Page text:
If I’d invested £1k in Diageo shares five years ago, here’s how much I’d have now!

Young mixed-race couple sat on the beach looking out over the sea

The Diageo (LSE: DGE) share price received a boost at the end of July when the drinks giant reported a 21% increase in sales for the year ended 30 June.

However, as a long-term investor, I’m more interested in price movements over years, not weeks. As a general rule, I only buy shares that I’d be happy to hold for at least five years.

Diageo’s brands include long-term performers such as Tanqueray, Johnnie Walker and Guinness. But the last five years haven’t all been smooth sailing. If I’d bought Diageo shares in August 2017, would my long-term strategy have delivered good results?

Market-beating profits

On 18 August 2017, Diageo shares closed at 2,549p. As I write, they’re trading at 3,890p. That’s a gain of 52.6%.

Diageo has also paid dividends totalling 305p over this five-year period. That’s another 12% gain, based on the August 2017 share price.

These numbers tell me that Diageo shareholders have enjoyed a total return of 64.6% over the last five years. That means an investment of £1,000 would be worth £1,646 today, including dividends.

That’s equivalent to an average total return of 10.5% per year — comfortably ahead of the long-term average return of around 8% from the UK market.

What’s special about this business?

One of Diageo’s key advantages is its portfolio of popular brands. Names such as Baileys, Smirnoff and Guinness attract loyal customers.

At the same time, many drinkers like to trade up to more premium offerings when they’re able to treat themselves. Diageo has a big presence in this sector of the market too, with brands such as Ketel One vodka and Casamigos tequila.

Diageo’s size and long history give it another big advantage over most rivals. The company has a global sales and marketing organisation, backed up by huge distribution reach. Walk into any bar in the world, and there’s a good chance you’ll find Diageo products for sale.

One other attraction, in my view, is strong management. CEO Ivan Menezes has been a steady hand at the wheel since taking charge in 2013. He’s gradually adapted the group’s portfolio to profit from emerging markets growth and the trend for premiumisation.

As a result, Diageo’s operating profit margin has now stayed close to 30% for more than a decade. That’s a rare achievement.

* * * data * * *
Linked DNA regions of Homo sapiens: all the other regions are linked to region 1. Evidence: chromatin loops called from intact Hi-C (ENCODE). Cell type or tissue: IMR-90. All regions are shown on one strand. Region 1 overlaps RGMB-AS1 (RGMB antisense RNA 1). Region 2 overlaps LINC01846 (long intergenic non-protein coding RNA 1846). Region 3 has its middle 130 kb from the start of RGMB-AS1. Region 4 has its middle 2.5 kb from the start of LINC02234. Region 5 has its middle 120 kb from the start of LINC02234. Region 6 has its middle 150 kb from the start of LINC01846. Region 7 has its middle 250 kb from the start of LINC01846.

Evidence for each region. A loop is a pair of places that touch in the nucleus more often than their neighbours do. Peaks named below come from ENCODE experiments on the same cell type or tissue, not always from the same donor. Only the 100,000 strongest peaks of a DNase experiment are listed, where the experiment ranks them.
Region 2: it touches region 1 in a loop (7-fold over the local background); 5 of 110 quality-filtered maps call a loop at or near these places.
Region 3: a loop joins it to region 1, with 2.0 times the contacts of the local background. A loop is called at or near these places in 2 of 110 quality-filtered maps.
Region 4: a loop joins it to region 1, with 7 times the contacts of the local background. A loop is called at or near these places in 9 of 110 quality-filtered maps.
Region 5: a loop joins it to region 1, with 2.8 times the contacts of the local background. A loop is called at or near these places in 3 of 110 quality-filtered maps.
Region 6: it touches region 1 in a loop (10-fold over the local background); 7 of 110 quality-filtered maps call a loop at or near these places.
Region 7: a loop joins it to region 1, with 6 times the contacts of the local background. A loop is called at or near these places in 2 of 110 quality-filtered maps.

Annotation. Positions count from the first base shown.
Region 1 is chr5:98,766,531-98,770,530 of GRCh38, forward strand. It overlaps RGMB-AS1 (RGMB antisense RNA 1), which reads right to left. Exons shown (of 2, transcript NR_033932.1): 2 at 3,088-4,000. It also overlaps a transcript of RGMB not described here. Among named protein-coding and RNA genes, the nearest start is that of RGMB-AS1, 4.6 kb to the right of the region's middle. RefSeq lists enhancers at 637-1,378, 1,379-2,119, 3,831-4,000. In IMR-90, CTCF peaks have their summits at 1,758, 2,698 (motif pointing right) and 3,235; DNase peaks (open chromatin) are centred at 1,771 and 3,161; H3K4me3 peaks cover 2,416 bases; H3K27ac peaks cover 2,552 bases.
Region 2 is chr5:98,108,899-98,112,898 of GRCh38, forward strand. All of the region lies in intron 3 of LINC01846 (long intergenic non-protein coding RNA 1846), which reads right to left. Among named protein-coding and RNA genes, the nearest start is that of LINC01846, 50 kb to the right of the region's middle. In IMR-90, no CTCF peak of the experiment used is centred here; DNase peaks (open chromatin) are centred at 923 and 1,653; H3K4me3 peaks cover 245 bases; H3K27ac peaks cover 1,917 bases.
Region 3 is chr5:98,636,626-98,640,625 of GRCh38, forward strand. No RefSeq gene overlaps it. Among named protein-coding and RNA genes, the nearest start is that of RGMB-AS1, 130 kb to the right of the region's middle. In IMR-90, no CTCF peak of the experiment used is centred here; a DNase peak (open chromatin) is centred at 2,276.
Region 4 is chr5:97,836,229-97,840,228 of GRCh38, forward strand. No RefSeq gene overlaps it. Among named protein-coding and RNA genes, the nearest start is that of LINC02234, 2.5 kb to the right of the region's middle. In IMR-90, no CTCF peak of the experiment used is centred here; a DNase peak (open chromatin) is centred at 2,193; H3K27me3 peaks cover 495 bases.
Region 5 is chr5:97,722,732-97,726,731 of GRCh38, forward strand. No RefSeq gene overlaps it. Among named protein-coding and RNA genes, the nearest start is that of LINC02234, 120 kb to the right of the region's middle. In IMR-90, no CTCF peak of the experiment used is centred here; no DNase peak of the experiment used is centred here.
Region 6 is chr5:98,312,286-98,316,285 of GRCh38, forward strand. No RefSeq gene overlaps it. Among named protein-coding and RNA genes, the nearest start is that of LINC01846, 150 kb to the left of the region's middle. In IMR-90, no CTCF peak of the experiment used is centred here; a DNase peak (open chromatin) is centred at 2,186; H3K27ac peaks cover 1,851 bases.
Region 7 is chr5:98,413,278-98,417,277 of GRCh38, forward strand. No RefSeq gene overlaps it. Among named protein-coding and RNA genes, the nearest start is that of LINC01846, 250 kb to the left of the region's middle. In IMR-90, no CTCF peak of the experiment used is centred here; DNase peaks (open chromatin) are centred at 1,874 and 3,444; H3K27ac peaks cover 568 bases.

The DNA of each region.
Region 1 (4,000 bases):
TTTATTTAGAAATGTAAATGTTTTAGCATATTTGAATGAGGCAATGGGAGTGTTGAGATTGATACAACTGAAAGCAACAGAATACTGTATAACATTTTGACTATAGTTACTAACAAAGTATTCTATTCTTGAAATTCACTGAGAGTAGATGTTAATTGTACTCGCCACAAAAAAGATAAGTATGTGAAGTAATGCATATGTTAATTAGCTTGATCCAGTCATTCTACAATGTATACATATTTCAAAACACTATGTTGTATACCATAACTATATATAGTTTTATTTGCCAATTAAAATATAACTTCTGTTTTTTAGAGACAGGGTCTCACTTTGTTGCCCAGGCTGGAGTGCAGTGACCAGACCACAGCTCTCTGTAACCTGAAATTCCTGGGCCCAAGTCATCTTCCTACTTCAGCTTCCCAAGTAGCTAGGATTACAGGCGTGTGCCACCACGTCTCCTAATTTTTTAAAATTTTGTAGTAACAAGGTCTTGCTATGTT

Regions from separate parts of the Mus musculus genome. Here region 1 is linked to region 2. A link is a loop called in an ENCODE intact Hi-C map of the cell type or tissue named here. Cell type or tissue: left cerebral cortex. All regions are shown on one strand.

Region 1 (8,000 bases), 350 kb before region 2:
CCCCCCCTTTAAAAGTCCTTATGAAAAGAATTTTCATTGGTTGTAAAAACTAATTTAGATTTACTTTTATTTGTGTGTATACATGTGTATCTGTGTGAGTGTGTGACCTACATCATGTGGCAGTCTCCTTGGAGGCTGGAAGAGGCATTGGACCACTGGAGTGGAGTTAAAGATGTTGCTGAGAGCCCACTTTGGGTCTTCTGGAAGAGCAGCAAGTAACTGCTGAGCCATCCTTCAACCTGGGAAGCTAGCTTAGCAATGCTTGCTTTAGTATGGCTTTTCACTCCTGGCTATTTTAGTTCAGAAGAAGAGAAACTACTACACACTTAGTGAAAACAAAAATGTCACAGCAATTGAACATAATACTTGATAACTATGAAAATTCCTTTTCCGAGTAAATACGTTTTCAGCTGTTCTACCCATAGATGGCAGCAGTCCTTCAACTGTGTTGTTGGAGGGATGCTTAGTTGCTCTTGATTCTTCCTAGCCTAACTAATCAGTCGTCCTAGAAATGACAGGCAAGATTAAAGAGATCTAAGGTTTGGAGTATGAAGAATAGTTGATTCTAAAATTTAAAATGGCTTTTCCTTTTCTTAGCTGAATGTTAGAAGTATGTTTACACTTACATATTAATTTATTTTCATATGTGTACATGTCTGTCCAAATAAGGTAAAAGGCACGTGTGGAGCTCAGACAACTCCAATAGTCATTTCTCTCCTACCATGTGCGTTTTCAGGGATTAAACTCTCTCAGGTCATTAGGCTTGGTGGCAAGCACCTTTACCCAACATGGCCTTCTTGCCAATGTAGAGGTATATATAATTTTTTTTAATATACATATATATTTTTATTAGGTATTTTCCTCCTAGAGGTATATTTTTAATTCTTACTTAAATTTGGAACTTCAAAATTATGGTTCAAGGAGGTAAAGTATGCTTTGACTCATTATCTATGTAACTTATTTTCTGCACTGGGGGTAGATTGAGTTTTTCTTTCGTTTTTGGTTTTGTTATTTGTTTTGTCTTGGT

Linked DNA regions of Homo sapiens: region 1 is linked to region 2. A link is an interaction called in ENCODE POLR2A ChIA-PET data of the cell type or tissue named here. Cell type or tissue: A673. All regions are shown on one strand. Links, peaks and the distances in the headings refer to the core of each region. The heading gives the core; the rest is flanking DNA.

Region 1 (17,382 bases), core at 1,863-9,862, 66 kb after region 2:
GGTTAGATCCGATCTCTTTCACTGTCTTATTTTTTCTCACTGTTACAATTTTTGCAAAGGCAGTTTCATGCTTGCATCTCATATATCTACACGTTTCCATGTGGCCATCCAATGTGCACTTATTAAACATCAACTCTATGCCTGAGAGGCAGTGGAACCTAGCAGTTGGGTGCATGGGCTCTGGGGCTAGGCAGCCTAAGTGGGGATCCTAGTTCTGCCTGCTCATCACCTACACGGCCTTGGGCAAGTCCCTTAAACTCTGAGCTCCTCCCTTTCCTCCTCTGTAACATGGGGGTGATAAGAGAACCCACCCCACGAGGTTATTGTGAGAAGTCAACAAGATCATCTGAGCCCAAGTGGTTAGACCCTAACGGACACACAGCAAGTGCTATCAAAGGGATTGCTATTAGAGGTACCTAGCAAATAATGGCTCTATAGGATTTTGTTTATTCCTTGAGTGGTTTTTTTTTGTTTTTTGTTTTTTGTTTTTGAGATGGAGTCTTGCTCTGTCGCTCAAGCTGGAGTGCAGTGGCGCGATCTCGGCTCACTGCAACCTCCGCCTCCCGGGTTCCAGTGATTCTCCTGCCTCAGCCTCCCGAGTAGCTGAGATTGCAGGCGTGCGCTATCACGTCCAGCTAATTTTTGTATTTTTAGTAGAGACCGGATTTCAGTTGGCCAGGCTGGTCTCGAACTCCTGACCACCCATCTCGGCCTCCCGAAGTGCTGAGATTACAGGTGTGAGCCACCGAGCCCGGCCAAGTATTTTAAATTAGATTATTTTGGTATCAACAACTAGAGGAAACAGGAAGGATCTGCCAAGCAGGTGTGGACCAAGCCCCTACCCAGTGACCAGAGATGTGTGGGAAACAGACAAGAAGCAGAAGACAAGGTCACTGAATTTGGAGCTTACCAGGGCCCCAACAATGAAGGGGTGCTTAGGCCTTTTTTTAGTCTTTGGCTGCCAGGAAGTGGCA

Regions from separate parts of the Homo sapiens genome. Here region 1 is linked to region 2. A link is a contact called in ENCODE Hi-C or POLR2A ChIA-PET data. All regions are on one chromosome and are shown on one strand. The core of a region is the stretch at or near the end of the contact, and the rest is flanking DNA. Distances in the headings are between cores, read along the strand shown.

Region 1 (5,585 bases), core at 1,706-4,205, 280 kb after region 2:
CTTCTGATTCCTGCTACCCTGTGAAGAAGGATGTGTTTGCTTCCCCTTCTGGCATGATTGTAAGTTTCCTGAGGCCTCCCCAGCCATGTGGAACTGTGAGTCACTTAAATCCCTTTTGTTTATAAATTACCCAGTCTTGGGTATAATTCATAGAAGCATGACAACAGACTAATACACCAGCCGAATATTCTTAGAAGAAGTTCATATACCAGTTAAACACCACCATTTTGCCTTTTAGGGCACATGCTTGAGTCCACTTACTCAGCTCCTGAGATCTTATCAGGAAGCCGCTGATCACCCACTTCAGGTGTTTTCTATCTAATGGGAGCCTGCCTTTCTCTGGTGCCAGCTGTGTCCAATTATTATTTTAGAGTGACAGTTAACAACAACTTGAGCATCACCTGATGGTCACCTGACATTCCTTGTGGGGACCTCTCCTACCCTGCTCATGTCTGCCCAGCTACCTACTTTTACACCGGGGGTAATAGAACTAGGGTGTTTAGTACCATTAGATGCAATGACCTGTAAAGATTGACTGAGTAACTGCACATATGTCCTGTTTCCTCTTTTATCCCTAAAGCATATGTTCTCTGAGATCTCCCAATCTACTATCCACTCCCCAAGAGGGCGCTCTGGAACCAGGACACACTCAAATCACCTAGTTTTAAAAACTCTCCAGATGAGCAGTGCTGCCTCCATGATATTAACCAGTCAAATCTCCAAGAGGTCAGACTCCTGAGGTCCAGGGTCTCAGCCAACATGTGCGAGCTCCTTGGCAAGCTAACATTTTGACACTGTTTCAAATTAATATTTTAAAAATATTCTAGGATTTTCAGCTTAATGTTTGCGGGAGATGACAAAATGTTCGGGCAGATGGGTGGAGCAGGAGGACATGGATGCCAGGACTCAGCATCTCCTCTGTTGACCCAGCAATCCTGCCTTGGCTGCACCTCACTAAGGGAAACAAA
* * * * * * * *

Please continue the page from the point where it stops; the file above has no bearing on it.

Would I buy Diageo shares now?

The rising cost of living is putting pressure on consumer spending in many parts of the world. One risk for Diageo is that drinkers will trade down to cheaper brands. Spending on corporate hospitality and high-end duty free could also fall during a recession.

However, the company says that it’s confident it can handle these risks. I agree. I think any drop in sales will be temporary, at worst.

I feel the only question I need to answer about Diageo shares is whether they’re too expensive.

My analysis suggests the stock is probably trading at fair value at the moment. On a long-term view, I think buying the shares could be profitable.

However, I prefer to have a bigger margin of safety when I invest. For this reason, my plan is to wait for the next market sell-off before I add Diageo to my portfolio.

The post If I’d invested £1k in Diageo shares five years ago, here’s how much I’d have now! appeared first on The Motley Fool UK.

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Roland Head has no position in any of the shares mentioned. The Motley Fool UK has recommended Diageo. Views expressed on the companies mentioned in this article are those of the writer and therefore may differ from the official recommendations we make in our subscription services such as Share Advisor, Hidden Winners and Pro. Here at The Motley Fool we believe that considering a diverse range of insights makes us better investors.